John McLaren, who died peacefully in St Vincent's Private Hospital on 4 December 2015, was a man of many fine attributes and talents, not the least of which was his capacity for friendship. John had many close friends towards whom he showed great loyalty, affection, and generosity. They, in their turn, recognised the strength and quality of the quite precious bond h ...
Vincent Buckley edited by Chris Wallace-Crabbe & Journey Without Arrival by John McLaren
Mark Davis’ Voltairean Gangland is one of those rare books that prise open a space for revaluation of the direction of a culture. Like The Dunciad’s evocation of the Grub Street hacks of its time, Gangland exposes tentacular networks of chummy patronage, mutual puffery, and cultural power. Gangland is especially enjoyable on the clown-like behaviour of the ex-Scripsi diaspora – in a curious sexual division of labour, a B-team of male critics, captained by the felicitously named P. Craven, has successfully promoted a coterie of writers like Jolley, Garner, and Modjeska. Compared to those I analyse in Australian Cultural Elites (1974) and In A Critical Condition (1984), this new élite is the most intellectually thin in Australian cultural history. Assisted by a passive, grovelling middle-class readership, it both creates such writers as canonical and then tries desperately to shield their texts from critique and challenge.... (read more)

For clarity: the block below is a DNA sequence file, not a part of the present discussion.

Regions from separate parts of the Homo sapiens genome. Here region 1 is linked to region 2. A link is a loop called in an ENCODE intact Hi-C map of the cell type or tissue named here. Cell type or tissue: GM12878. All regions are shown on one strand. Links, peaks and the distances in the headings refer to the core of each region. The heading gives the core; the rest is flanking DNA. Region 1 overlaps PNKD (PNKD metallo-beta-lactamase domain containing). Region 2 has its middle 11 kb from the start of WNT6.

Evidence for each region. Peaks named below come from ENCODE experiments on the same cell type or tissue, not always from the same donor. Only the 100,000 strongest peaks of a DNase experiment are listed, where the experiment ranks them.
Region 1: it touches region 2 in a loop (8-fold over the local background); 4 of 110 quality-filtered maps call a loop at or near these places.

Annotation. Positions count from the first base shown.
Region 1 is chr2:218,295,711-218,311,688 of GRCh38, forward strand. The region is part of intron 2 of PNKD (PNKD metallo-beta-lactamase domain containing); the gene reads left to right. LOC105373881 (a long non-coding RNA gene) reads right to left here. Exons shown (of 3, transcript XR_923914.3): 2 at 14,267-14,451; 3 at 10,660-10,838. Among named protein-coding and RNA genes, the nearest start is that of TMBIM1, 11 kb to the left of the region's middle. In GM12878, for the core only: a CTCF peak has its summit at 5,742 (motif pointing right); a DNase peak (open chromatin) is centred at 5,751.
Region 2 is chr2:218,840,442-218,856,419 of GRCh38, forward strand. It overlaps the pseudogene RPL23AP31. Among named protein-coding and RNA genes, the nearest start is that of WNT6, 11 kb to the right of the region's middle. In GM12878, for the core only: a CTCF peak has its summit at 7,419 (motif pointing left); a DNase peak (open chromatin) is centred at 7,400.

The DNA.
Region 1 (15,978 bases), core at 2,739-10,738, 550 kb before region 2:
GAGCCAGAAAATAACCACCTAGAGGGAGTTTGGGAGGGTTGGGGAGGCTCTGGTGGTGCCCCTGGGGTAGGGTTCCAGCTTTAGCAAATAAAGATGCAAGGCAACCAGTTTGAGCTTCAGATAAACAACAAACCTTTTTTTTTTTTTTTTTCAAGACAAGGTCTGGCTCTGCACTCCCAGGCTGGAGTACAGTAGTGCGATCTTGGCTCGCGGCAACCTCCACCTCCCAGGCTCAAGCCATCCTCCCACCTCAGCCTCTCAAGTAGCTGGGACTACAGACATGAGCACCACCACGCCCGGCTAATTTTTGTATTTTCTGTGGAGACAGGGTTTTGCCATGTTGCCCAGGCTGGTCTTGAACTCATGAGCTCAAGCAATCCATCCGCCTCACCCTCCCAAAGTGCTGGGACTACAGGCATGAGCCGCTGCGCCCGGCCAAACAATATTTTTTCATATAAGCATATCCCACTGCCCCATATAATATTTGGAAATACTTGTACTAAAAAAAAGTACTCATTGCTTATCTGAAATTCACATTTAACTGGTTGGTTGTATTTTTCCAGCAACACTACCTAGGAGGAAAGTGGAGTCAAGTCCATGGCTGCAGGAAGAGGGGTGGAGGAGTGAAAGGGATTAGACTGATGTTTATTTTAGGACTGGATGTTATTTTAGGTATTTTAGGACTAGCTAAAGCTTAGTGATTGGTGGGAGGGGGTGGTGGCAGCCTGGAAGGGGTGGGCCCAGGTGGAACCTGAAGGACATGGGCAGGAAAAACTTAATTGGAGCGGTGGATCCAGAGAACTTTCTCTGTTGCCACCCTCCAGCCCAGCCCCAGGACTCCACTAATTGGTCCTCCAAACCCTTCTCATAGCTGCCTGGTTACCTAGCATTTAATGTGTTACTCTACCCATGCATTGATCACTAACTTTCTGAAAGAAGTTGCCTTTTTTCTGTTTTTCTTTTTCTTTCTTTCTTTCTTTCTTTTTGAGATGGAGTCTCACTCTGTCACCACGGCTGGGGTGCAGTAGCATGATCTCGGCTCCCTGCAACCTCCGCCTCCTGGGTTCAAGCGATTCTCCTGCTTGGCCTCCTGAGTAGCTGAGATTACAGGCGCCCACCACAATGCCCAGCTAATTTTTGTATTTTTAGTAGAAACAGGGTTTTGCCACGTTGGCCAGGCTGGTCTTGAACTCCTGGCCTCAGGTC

The Ear in the Wheatfield: A Portrait of a Magazine edited by Kris Hemensley
Dhvanyaloka, the Literary Criterion Centre at Mysore, derives its names from a classic Indian work of literary criticism and, by way of Cambridge, from T.S. Eliot’s journal of the 1920s. The Indian work saw literature as a spreading of the light, Eliot saw it as the maintenance and renewal of tradition. Mysore, Professor C.D. Narasimhaiah applies these two principles to the study of Commonwealth literature.... (read more)